Boris Johnson piles pressure on Theresa May as he joins calls for government to reveal Brexit legal advice
Boris Johnson has thrown his weight behind calls for the Government's legal advice on Brexit to be published in full as he attacked “outrageous” plans to keep most of it under wraps.
The ex-Cabinet minister joined forces with opposition parties as he said it was “wrong” and “absurd” for Theresa May to be holding back the documents.
Parliament has demanded the Government publish all of the advice presented to the Cabinet by Attorney General Geoffrey Cox last month.
But ministers are only expected to present a summary of the document to MPs later today - sparking a furious row.
Mr Johnson used his latest Telegraph column to demand publication of the full advice before MPs get to vote on the Brexit deal on 11 December.
In particular, the former Foreign Secretary said MPs must be able to read what Mr Cox told his colleagues about the so-called "backstop" plan to avoid a hard Irish border, amid reports that he has warned the UK could be trapped in it "indefenitely".
He also noted that Mrs May demanded to see the legal advice over the 2003 Iraq war and said: “How much more wrong and absurd is her position now, when you consider that this legal question is more important even than the Iraq war."
“It is outrageous that the public should be prevented from knowing the full legal implications of this appalling deal – when it is their rights, their freedoms, their hard-won suffrage, that are about to be bartered away,” he added.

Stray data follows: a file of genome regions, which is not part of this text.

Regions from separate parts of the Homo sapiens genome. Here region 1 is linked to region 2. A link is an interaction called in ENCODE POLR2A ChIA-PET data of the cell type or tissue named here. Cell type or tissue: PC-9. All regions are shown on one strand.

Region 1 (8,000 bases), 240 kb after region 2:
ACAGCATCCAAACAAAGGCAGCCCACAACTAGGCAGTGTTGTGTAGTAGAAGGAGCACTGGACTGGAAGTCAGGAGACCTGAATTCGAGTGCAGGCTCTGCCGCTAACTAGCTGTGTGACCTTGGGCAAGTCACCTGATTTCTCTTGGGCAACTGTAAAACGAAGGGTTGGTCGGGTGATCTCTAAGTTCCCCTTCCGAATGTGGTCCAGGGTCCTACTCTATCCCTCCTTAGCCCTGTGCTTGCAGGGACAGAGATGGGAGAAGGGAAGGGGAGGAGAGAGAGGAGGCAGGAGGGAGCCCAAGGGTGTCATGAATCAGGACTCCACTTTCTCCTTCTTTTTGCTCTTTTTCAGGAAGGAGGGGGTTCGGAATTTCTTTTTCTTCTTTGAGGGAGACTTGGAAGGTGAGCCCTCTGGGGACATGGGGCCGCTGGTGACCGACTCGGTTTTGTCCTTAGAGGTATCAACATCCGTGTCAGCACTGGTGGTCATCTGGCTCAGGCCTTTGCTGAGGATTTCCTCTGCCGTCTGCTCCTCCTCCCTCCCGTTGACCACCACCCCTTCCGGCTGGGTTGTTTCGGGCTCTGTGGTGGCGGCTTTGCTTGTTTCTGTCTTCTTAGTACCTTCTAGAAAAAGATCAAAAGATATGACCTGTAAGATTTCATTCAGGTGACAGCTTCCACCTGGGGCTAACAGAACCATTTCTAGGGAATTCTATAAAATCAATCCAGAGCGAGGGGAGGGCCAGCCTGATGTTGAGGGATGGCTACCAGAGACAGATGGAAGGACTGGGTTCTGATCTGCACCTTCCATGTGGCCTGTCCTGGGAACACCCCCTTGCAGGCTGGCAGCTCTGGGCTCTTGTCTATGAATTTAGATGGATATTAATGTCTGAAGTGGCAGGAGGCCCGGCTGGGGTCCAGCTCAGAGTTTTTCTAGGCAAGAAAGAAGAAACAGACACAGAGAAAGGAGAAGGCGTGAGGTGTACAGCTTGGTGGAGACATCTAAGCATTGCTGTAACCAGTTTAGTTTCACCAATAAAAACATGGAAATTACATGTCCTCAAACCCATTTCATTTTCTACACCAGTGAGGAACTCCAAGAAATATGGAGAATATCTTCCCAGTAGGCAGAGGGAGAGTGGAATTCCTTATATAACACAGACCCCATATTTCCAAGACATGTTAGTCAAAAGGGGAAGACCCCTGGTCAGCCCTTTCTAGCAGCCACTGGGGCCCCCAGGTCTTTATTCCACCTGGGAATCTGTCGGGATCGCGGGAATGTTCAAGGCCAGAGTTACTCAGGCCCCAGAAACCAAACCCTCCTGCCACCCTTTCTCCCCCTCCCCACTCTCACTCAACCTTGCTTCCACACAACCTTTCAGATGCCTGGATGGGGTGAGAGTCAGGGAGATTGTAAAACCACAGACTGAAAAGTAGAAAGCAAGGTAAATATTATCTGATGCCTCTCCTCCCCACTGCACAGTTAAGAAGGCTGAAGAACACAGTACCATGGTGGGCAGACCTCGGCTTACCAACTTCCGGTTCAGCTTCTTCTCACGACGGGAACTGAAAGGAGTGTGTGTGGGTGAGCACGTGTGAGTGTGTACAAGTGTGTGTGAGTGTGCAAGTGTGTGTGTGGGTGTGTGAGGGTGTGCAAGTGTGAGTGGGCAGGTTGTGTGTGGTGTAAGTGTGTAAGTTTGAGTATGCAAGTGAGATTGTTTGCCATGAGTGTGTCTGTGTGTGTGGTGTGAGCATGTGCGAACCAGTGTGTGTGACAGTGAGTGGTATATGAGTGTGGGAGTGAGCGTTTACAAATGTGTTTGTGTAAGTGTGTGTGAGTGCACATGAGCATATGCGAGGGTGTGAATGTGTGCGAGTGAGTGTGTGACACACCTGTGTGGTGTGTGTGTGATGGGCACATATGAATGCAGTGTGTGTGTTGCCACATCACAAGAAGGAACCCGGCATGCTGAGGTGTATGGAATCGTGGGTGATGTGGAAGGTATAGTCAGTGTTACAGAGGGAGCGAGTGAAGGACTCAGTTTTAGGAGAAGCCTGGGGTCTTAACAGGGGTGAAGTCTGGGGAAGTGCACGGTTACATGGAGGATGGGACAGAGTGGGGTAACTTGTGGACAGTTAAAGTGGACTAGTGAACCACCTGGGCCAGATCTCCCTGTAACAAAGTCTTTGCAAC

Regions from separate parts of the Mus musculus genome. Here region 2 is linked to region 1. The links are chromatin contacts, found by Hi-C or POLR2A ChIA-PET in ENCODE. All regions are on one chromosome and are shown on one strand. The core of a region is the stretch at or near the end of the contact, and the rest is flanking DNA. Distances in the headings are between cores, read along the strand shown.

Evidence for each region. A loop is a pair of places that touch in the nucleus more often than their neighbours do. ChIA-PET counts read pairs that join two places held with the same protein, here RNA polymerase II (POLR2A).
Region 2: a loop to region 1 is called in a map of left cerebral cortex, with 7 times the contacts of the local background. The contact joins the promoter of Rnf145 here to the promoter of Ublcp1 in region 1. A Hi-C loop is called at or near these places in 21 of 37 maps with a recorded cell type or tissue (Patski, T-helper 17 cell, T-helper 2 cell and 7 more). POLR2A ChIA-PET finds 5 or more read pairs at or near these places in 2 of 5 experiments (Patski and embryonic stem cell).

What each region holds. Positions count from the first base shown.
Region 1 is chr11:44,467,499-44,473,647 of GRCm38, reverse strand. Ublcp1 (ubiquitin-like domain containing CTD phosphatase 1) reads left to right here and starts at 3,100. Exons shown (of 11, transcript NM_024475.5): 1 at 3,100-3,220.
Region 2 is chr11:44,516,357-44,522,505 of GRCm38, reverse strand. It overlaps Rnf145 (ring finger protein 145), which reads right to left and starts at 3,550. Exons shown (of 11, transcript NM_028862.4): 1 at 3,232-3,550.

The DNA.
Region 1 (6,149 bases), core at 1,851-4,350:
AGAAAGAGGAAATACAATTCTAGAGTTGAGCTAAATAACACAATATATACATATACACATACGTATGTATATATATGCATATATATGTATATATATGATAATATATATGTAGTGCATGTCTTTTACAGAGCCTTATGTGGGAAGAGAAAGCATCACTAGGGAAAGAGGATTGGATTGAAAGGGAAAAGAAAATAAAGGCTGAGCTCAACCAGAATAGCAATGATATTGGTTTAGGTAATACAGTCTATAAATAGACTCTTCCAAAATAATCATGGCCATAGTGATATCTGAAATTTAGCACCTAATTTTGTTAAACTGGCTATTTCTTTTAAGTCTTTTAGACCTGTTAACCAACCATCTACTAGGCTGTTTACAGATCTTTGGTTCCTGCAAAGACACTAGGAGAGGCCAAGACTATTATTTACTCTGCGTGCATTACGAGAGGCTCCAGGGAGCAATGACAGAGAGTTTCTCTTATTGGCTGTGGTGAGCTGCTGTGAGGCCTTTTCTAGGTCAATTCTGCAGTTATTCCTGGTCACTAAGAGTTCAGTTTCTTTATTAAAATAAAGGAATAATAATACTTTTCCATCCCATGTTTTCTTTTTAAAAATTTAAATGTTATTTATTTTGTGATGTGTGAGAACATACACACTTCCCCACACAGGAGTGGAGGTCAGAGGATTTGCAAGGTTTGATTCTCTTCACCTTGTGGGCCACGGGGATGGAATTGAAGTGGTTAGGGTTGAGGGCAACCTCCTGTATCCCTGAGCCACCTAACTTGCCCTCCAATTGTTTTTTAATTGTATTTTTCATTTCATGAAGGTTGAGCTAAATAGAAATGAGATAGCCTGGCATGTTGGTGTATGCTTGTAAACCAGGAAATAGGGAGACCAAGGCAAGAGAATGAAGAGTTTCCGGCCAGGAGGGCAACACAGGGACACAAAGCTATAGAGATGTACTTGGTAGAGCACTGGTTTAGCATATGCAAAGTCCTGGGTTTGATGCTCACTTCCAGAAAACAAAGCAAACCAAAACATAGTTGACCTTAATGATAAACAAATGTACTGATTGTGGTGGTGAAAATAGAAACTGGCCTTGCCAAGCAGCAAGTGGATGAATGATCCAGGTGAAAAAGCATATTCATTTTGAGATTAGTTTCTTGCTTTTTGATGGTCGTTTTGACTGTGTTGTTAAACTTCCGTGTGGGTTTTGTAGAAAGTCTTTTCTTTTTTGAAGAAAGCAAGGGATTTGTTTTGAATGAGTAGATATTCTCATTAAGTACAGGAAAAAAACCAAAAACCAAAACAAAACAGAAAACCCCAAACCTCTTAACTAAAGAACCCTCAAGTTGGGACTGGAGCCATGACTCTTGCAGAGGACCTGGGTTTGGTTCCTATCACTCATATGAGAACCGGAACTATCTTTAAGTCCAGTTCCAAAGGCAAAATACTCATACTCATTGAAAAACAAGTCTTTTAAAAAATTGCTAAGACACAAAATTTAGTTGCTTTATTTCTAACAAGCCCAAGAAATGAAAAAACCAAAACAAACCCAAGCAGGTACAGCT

“It is the people who pay the Attorney General’s wages. It is the sovereign people of this country who are the client. And they deserve to know exactly how this country risks being turned into a client state.”
Mr Johnson, who led the Vote Leave campaign to quit the EU, branded the Northern Irish backstop plan a “great steel trap that is about to clamp its jaws around our hind limbs and prevent our escape”.
Meanwhile, former Cabinet minister Stephen Crabb told the BBC the Government would be better off “just to get out and publish the full text”.
Labour has said failure to publish the legal advice could spark a constitutional crisis, and has vowed to table a motion of contempt in the Government if it refuses to play ball.
Commons Speaker John Bercow has also warned ministers they could be held in contempt if they do not publish the legal advice in full.